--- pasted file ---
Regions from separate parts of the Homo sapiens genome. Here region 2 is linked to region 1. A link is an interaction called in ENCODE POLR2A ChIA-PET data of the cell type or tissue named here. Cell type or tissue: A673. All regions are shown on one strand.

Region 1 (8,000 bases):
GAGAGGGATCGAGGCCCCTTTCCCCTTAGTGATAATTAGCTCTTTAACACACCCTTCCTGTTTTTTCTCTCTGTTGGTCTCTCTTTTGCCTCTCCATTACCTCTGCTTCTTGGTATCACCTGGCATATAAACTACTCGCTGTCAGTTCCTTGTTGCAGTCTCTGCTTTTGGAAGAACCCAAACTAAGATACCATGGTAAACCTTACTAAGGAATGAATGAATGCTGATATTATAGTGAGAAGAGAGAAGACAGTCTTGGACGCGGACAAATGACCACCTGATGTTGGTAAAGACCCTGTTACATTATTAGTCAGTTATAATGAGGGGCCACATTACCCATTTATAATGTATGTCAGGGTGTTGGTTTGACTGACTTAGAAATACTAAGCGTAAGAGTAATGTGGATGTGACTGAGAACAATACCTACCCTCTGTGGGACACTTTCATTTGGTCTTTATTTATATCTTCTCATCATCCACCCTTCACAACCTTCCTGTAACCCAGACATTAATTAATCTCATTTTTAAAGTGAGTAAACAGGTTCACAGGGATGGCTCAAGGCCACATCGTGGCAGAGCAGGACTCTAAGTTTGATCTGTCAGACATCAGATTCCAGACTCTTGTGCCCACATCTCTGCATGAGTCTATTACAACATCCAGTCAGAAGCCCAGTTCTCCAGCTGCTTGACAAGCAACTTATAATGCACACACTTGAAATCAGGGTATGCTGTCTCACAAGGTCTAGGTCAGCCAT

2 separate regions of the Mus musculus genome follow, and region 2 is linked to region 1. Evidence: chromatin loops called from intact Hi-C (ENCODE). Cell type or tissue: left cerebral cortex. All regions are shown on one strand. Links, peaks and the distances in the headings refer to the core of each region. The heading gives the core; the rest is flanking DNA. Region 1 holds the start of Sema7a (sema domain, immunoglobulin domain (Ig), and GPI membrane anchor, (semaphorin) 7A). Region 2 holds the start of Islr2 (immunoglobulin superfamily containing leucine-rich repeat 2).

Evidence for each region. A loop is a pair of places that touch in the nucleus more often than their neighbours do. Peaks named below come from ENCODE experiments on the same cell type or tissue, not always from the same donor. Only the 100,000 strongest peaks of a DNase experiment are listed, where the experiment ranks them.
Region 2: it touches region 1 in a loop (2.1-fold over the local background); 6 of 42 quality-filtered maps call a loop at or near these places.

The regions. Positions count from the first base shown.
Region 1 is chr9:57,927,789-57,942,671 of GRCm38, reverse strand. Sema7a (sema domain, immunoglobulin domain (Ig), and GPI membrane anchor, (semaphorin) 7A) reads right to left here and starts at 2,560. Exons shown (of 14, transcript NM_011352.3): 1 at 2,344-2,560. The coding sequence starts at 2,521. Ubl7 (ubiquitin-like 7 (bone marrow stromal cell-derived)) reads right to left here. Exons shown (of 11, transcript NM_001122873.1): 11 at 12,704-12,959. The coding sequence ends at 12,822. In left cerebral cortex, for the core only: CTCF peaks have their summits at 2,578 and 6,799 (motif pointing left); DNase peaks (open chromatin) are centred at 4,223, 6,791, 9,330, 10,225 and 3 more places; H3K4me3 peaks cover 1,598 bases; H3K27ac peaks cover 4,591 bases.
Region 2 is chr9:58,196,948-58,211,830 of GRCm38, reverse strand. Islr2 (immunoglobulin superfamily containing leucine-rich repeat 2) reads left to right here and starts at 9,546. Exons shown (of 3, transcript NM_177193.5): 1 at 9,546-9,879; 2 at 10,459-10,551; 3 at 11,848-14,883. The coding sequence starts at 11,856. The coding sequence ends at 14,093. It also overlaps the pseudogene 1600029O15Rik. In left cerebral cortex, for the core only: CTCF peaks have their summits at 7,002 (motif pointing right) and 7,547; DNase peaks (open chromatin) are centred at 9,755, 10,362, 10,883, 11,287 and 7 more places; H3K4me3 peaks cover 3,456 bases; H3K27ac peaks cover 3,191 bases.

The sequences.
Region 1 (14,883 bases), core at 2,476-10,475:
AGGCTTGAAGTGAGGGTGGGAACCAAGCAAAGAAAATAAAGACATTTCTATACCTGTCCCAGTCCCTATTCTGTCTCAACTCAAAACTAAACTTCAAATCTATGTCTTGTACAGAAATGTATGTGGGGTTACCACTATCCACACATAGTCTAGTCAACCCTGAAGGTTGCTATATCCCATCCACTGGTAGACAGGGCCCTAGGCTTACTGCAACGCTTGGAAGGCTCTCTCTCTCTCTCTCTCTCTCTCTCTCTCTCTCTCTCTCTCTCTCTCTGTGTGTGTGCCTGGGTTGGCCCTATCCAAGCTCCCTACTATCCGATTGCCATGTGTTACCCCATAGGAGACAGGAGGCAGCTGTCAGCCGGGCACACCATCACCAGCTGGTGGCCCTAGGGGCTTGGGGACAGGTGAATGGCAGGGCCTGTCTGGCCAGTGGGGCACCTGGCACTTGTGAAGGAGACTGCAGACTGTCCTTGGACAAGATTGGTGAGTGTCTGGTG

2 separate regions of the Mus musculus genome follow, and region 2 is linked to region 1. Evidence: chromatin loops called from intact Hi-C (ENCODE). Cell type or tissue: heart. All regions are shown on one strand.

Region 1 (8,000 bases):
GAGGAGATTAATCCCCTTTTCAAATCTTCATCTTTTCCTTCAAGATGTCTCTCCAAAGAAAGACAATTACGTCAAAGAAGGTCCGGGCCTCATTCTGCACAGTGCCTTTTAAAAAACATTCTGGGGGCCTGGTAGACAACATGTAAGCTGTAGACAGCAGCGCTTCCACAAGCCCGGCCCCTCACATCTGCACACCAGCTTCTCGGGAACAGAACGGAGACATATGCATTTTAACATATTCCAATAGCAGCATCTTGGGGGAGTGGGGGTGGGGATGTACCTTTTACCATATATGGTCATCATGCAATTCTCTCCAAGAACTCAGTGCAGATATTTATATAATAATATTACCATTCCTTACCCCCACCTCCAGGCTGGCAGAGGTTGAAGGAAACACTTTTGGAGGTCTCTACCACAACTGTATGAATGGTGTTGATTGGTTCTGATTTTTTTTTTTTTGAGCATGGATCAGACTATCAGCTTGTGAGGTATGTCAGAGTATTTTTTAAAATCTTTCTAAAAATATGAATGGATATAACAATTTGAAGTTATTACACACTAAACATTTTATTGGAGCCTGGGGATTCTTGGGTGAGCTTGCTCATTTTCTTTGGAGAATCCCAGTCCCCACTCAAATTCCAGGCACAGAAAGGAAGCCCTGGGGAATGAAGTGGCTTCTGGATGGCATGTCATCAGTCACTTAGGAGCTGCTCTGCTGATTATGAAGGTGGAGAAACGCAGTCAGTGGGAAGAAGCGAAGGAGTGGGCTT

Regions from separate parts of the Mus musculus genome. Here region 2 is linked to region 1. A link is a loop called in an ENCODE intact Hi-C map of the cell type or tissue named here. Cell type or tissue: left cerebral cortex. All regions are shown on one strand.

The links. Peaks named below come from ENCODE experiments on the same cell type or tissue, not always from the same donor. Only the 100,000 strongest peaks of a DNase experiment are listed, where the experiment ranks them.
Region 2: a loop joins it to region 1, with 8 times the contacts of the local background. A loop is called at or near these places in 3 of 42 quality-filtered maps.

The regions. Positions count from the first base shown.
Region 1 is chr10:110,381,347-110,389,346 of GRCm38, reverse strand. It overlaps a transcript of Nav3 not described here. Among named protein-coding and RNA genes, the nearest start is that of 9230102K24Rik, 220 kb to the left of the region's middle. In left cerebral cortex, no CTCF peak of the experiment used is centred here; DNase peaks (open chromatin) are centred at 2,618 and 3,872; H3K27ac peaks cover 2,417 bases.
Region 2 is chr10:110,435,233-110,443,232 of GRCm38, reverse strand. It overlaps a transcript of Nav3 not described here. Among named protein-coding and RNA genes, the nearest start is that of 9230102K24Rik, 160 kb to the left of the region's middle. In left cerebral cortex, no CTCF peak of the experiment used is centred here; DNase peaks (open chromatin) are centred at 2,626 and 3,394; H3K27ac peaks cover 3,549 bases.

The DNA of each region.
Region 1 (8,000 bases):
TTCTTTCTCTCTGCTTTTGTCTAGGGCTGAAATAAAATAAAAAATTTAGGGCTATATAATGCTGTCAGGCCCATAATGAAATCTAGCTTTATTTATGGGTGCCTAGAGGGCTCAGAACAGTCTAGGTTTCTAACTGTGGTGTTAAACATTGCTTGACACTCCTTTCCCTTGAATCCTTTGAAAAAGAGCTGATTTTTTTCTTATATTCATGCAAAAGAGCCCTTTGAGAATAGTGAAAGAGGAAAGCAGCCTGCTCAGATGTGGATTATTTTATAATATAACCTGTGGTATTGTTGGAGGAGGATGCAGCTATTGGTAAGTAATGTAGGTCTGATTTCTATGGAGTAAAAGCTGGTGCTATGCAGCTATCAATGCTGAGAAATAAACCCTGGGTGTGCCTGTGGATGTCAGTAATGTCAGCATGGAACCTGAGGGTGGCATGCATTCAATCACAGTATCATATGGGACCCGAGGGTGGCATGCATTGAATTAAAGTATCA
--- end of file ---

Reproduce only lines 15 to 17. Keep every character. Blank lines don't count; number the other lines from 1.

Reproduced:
GAGGAGATTAATCCCCTTTTCAAATCTTCATCTTTTCCTTCAAGATGTCTCTCCAAAGAAAGACAATTACGTCAAAGAAGGTCCGGGCCTCATTCTGCACAGTGCCTTTTAAAAAACATTCTGGGGGCCTGGTAGACAACATGTAAGCTGTAGACAGCAGCGCTTCCACAAGCCCGGCCCCTCACATCTGCACACCAGCTTCTCGGGAACAGAACGGAGACATATGCATTTTAACATATTCCAATAGCAGCATCTTGGGGGAGTGGGGGTGGGGATGTACCTTTTACCATATATGGTCATCATGCAATTCTCTCCAAGAACTCAGTGCAGATATTTATATAATAATATTACCATTCCTTACCCCCACCTCCAGGCTGGCAGAGGTTGAAGGAAACACTTTTGGAGGTCTCTACCACAACTGTATGAATGGTGTTGATTGGTTCTGATTTTTTTTTTTTTGAGCATGGATCAGACTATCAGCTTGTGAGGTATGTCAGAGTATTTTTTAAAATCTTTCTAAAAATATGAATGGATATAACAATTTGAAGTTATTACACACTAAACATTTTATTGGAGCCTGGGGATTCTTGGGTGAGCTTGCTCATTTTCTTTGGAGAATCCCAGTCCCCACTCAAATTCCAGGCACAGAAAGGAAGCCCTGGGGAATGAAGTGGCTTCTGGATGGCATGTCATCAGTCACTTAGGAGCTGCTCTGCTGATTATGAAGGTGGAGAAACGCAGTCAGTGGGAAGAAGCGAAGGAGTGGGCTT

Regions from separate parts of the Mus musculus genome. Here region 2 is linked to region 1. A link is a loop called in an ENCODE intact Hi-C map of the cell type or tissue named here. Cell type or tissue: left cerebral cortex. All regions are shown on one strand.

The links. Peaks named below come from ENCODE experiments on the same cell type or tissue, not always from the same donor. Only the 100,000 strongest peaks of a DNase experiment are listed, where the experiment ranks them.